Atom-Thin Silicon Could See Computers At Warp Speed

An international team of researchers has created the first transistor made from the thinnest form of silicon, silicene.

Five years ago, silicene was no more than a theory. The human-made silicon is only atom-thick but according to researchers at the University of Texas at Austin, that theory has now moved forward to being made into a transistor. The excitement behind silicene is understandable as its electric properties could dramatically make computer chips faster, smaller and more efficient according to computer engineer Deji Akinwande and his team.

The team’s findings were recently published in the journal Nature Nanotechnology.

“Apart from introducing a new player in the playground of two-dimensional materials, silicene, with its close chemical affinity to silicon, suggests an opportunity in the road map of the semiconductor industry,” said Dr. Akinwande.

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Less resistance

In addition to increasing efficiency with faster and smaller chips, the real breakthrough according to Akinwande “is the efficient low-temperature manufacturing and fabrication of silicene devices for the first time.” The structure of silicene is such that electrons will be able to make their way through the circuit without encountering any obstacles that would slow them down.

The production of a circuit using silicene had proved elusive as its size makes it very difficult to work with an is difficult to produce. Graphene, another material that holds promise in the semi-conductor field, is made from carbon and is stable when exposed to air unlike the volatile silicene.

Protecting silicene from the air

The unstable nature of silicene when exposed to air forced the researchers to sandwich it between a layer of silver and a layer of alumina. Alumina is aluminum oxide which is found in precious gems and other rocks. Once it was protected from the air, Akinwande’s team moved it tow a silicon dioxide wafer with the silver side up, they then scraped the silver side to produce to electrical contacts effectively creating a transistor.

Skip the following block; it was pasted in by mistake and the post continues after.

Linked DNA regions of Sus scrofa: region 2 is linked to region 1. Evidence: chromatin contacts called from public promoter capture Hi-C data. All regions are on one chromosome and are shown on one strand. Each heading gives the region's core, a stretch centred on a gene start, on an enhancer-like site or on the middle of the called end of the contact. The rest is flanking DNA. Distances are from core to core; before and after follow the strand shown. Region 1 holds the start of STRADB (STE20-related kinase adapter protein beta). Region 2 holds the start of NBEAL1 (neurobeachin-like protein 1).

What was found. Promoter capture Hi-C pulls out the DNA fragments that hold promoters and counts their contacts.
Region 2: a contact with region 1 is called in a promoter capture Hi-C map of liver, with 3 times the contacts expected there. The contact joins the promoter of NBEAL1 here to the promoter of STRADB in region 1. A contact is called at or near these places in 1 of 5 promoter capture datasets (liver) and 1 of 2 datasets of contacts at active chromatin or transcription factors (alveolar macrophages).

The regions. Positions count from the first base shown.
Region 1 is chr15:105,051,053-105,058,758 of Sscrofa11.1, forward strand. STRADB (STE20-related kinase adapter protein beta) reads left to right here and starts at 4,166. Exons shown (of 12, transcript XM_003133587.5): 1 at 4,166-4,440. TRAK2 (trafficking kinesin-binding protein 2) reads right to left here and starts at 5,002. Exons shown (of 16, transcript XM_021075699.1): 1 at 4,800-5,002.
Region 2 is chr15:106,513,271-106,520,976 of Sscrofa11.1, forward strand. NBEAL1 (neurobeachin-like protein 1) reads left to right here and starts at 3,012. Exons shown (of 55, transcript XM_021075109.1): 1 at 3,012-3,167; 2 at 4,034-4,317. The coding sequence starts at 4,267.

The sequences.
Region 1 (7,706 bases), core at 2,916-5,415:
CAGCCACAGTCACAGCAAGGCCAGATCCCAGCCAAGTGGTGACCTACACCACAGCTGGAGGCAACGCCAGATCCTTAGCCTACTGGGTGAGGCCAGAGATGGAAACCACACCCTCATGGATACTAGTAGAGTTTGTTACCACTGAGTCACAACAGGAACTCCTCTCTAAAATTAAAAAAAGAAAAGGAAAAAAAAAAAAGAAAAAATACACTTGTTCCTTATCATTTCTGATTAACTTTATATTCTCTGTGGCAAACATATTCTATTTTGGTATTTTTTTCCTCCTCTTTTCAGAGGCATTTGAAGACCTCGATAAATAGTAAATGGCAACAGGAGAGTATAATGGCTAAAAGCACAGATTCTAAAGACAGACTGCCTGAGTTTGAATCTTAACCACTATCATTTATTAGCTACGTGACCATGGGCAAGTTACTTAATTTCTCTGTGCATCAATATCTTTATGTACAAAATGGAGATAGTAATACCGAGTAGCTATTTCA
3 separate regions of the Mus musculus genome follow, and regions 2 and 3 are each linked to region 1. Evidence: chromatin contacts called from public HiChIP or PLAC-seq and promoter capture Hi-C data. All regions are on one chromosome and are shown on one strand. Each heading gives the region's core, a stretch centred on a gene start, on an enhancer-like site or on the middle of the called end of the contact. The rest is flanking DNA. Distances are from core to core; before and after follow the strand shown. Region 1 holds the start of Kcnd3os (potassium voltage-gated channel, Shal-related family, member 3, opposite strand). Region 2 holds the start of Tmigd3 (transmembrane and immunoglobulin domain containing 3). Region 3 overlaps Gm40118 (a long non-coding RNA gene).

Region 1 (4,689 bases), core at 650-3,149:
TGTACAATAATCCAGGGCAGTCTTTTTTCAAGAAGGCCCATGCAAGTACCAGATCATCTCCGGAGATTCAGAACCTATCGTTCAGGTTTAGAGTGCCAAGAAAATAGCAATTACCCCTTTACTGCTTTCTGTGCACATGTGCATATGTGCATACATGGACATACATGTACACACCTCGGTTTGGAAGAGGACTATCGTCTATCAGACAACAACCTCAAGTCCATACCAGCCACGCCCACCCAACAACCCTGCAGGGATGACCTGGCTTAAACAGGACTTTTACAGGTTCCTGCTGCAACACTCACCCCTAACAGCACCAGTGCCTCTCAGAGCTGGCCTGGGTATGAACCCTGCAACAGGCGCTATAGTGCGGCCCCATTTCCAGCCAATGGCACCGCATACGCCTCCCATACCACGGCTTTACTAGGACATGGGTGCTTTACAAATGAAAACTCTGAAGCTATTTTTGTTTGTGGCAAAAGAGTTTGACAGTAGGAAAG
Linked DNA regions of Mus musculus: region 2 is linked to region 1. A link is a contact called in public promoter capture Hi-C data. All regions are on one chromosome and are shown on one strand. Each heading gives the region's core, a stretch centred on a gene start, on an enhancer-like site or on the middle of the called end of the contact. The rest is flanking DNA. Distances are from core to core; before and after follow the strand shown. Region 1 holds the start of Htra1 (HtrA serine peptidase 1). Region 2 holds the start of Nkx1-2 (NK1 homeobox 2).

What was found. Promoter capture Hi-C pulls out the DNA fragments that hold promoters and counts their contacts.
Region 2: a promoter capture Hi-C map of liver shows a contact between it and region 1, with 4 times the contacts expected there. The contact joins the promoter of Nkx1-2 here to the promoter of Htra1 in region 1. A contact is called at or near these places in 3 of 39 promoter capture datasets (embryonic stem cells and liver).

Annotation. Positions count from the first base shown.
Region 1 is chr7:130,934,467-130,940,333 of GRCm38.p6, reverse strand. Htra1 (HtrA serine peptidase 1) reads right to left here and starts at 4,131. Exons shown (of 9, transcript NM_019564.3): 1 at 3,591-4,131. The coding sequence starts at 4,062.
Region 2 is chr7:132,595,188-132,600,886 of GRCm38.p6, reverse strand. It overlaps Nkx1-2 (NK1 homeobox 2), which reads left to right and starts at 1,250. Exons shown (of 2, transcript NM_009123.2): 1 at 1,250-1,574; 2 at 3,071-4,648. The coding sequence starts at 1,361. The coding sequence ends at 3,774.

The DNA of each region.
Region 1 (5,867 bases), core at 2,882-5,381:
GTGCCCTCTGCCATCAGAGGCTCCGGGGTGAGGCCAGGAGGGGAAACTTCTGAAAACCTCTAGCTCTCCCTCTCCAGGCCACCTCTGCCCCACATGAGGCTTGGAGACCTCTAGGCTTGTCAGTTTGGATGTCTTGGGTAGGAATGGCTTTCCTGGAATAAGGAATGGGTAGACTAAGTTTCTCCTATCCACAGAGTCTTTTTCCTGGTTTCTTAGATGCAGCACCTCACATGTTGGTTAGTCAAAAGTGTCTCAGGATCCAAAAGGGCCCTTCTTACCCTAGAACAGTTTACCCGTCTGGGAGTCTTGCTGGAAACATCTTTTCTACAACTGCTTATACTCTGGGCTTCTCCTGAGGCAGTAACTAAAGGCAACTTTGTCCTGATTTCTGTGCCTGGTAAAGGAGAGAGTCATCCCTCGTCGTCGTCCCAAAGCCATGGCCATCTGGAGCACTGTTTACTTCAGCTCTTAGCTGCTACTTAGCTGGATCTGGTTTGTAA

While this method of production is certainly not viable commercially, it is an important first step on the way to a potential breakthrough. The team will now shift its work to finding other means of production and they will surely not be alone after their findings.

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While studying economics, Brendan found himself comfortably falling down the rabbit hole of restaurant work, ultimately opening a consulting business and working as a private wine buyer. On a whim, he moved to China, and in his first week following a triumphant pub quiz victory, he found himself bleeding on the floor based on his arrogance. The same man who put him there offered him a job lecturing for the University of Wales in various sister universities throughout the Middle Kingdom. While primarily lecturing in descriptive and comparative statistics, Brendan simultaneously earned an Msc in Banking and International Finance from the University of Wales-Bangor. He's presently doing something he hates, respecting French people. Well, two, his wife and her mother in the lovely town of Antigua, Guatemala. To contact Brendan or give him an exclusive, please contact him at theflask@gmail.com